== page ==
Should you find you need to make a correction and recompile the plug-in, be sure to remove the existing component from ~/Library/Audio/Plug-Ins/Components first. The recompiled component will not overwrite the existing one: you need to first remove the old one, then generate the new one.

Wrap-up

So that should give you enough juice to get started. Can you see what a wonderfully useful tool SuperColliderAU can be for the rapid prototyping of audio DSP ideas? Or for quickly cobbling together that effect you’re hearing in your head, in time for your next session or live set?

Where to go next? The first thing I suggest is subscribing to the SuperCollider forums (there are two of them: one for users and the other for developers — I suggest subscribing to both). The SC community is diverse and the forums very active. If (or rather, when) you run into a problem or have a question, this is where you’re likely to get the answer.

Then roll up your sleeves and dive headlong into SuperCollider-land: start trawling through the documentation, familiarize yourself with the UGens and their capabilities, poke around some of the resources over at SourceForge’s SuperCollider sub-site, get yourself a copy of The SuperCollider Book, ask questions and, above all, experiment.

But stick around, we’ll do a bit more with SuperColliderAU, and next time maybe we’ll try something a little bit more ambitious. See you then.

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6 thoughts on “SuperCollider AU, Part 2: Creating Our First Plug-In

  1. Hi,

    I now worked my way through Part2 and I have to say your tutorial is excellent, with the right degree of detail to be able to follow each stepp and clear explanations where needed (also suitable for the less experienced programmer.). All steps described worked right away. I appreciate very much the work you put into this tutorial!
    It is only in the last step (“auval”) that I am stuck somehow and I don’t know how to proceed. Hopefully you can point me in the right direction. In my case “auval” terminates with “AU VALIDATION SUCCEEDED”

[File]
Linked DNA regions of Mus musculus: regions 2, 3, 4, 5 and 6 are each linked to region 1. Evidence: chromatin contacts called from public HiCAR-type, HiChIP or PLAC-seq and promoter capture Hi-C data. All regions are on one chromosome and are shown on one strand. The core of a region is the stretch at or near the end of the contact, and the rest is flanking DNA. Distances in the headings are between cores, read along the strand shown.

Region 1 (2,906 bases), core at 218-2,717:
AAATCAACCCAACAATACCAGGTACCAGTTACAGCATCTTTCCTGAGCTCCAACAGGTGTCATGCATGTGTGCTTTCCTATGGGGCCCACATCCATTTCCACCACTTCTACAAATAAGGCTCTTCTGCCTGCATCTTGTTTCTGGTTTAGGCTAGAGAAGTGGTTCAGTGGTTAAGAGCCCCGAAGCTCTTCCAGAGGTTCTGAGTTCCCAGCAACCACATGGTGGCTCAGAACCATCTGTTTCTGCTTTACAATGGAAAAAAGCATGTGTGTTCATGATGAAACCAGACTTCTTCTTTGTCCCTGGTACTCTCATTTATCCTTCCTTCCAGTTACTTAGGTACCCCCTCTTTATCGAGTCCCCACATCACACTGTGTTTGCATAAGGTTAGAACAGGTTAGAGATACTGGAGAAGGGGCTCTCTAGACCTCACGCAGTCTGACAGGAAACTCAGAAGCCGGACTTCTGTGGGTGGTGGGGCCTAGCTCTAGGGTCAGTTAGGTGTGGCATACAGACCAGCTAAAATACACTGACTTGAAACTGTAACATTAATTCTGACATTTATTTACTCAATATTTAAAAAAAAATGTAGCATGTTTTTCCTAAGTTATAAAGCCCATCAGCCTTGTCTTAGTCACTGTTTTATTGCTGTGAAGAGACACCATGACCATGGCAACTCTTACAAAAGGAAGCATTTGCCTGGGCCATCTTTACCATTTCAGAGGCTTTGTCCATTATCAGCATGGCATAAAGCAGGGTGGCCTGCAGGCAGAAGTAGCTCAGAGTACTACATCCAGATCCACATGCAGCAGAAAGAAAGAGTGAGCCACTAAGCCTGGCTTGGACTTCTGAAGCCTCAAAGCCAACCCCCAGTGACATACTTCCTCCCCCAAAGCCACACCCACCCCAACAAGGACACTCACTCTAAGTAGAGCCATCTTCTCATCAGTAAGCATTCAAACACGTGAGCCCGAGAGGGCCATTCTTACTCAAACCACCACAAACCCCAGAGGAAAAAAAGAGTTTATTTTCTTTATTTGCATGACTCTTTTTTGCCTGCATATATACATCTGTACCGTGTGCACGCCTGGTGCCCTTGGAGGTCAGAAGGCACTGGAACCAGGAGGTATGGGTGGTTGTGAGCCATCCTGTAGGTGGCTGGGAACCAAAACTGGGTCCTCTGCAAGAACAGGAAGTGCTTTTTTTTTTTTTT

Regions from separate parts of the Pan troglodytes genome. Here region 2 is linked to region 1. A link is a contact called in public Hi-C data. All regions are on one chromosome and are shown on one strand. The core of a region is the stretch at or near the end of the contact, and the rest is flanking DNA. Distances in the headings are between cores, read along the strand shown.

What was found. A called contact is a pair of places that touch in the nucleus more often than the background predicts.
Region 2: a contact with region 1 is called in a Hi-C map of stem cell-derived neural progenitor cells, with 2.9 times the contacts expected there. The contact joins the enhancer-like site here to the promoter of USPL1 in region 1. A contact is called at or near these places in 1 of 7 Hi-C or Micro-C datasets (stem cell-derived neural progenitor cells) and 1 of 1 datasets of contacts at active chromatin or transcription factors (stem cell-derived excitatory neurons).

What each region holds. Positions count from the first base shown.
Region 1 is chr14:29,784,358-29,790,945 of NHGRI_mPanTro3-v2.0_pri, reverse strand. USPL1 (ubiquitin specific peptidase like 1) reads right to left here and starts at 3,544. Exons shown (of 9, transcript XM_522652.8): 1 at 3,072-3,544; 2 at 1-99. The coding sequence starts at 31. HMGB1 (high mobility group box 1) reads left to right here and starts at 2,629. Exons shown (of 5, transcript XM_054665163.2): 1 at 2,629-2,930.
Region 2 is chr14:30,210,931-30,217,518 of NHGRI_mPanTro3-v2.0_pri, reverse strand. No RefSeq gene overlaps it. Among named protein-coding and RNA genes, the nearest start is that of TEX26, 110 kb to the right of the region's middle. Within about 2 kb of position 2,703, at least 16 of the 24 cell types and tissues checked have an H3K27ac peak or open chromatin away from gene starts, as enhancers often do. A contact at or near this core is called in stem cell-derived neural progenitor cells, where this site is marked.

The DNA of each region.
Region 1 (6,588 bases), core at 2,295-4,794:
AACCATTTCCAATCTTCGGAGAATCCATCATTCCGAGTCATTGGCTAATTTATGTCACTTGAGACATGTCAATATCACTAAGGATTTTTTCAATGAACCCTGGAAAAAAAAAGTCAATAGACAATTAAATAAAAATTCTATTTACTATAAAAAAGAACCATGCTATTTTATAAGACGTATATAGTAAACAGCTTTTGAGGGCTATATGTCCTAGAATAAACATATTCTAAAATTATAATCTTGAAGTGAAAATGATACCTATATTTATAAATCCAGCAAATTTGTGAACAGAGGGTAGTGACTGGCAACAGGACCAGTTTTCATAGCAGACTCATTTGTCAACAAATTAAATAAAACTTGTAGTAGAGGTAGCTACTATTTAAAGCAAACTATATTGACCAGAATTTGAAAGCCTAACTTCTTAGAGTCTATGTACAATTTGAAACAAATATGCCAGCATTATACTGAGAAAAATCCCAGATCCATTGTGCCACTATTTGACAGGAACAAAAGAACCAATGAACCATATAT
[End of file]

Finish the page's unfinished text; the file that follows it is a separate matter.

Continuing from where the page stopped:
BUT I also get some errors during the validation process saying:

    *** ERROR: SynthDef fedDelay not found
    FAILURE /s_new SynthDef not found
    PASS
    Bad Max Frames – Render should fail
    PASS

    I can finally load the plug-in in Logic and also see the GUI and change the sliders but there is no effect on the sound. Please help! Would love to create my own AU plug-ins.
    By the way I am using Lion 10.7.4 and SC 3.5.5.
    Thanks in advance.

  2. Hi Amir,

    Indeed, the latest version of SuperCollider (3.5.5) appears to have broken either SuperColliderAU or the AU Builder (I suspect the former, but I’ll need to look further into it).

    In the meantime, I suggest downloading an earlier version of SuperCollider… 3.5.1 (link here: http://sourceforge.net/projects/supercollider/files/Mac%20OS%20X/3.5.1/) seems to work just fine…

    FWIW, SuperCollider has received (and continues to receive) some pretty significant upgrades since 3.5, so I’m not too surprised to see something like this… I’ll post an update first chance I get.

    Thanks for reading!

    Abel

  3. Hi Abel,
    Thank you very much for your fast reply and for pointing me in the right direction. Plug-ins created with SC 3.5.1 and SuperColliderAU finally pass the validation process and I am able to load them in Logic9 and everything works great!
    Thanks again for that great tutorial. I will definitely share it.
    Kind regards,
    Amir

  4. Hey, thanks for your great article. I too, like Amir, experience the SynthDef not found error during validation, and so my plugin does nothing. The SynthDef file inside the component is definitely there. Perhaps there was a big change to the SynthDef specification? since the original SuperColliderAU was compiled? I’m running 10.8 and Supercollider 3.6, which may be part of the problem. Have you run into any new info, especially concerning making AU plugins with the latest version of SuperCollider?

  5. Hi Zach,

    To my knowledge, all recent binaries of Supercollider (everything after 3.5.1) are provided as 64bit builds, whereas the component is still 32bit… the result: generated plugins show up in your host application (and contain a valid SynthDef file) but do absolutely nothing…

    Yes, SCAU is badly in need of an update!

    Unfortunately, I have no new info concerning when we might actually see one (other than the fact that an update is apparently in the works)…

    In the meantime, your options are: (a) build the latest version of Supercollider as 32bit from source (instructions for compiling a 32bit build are included with the source download); or (b) install an older 32bit binary of Supercollider (see the 3.5.1 link in the comments above)…

    I would also encourage you to express your interest in SupercolliderAU on the Supercollider forums… the more requests there are, the more likely the devs will take notice…

    Best,
    Abel

  6. Hi,
    I updated the repository but when i wanted to install “AudioUnitBuilder” i get the folloving error from post window:
    [code]
    export LANG=” && cd /Users/py/Library/Application\ Support/SuperCollider/quarks && /usr/bin/svn update DIRECTORY 2>&1

    a QuarkSVNRepository
    ERROR: Class not defined.
    in file ‘selected text’
    line 1 char 34:

    Quarks.install(“AudioUnitBuilder”)

    ———————————–
    nil
    [/code]

    thanks in advance.
    Alper